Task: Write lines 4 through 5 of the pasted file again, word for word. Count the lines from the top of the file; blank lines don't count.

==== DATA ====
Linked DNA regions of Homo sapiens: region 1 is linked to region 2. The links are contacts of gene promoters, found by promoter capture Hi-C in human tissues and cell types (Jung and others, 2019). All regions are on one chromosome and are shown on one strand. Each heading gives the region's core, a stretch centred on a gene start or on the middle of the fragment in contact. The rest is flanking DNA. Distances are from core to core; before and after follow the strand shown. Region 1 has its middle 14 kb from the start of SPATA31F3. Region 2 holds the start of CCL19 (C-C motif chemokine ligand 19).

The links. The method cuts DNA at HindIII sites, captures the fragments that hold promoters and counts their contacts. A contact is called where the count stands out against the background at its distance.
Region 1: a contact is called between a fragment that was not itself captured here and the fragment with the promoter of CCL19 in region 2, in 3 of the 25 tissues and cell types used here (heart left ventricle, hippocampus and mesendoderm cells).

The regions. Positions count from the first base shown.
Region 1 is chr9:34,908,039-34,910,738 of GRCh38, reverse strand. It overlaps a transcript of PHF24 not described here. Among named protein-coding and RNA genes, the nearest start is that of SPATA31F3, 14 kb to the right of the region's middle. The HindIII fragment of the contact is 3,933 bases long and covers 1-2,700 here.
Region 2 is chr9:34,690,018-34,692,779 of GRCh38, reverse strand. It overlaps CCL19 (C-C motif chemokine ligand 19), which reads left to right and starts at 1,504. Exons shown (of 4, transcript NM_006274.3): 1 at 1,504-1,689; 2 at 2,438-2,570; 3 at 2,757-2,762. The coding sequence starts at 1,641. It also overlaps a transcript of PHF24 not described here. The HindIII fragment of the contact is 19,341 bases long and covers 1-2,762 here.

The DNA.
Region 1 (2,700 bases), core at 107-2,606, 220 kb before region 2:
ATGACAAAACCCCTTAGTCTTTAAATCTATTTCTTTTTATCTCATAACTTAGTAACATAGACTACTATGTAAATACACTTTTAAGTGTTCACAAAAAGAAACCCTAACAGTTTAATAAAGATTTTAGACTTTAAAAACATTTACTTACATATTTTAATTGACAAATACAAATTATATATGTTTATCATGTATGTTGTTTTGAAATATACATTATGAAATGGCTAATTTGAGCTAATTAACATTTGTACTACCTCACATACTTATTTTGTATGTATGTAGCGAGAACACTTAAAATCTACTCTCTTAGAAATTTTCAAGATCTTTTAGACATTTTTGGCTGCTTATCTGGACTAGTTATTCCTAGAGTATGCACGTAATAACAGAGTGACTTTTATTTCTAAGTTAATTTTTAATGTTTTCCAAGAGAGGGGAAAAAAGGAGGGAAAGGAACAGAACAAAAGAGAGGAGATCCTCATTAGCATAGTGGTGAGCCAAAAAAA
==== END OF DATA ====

The regions. Positions count from the first base shown.
Region 1 is chr9:34,908,039-34,910,738 of GRCh38, reverse strand. It overlaps a transcript of PHF24 not described here. Among named protein-coding and RNA genes, the nearest start is that of SPATA31F3, 14 kb to the right of the region's middle. The HindIII fragment of the contact is 3,933 bases long and covers 1-2,700 here.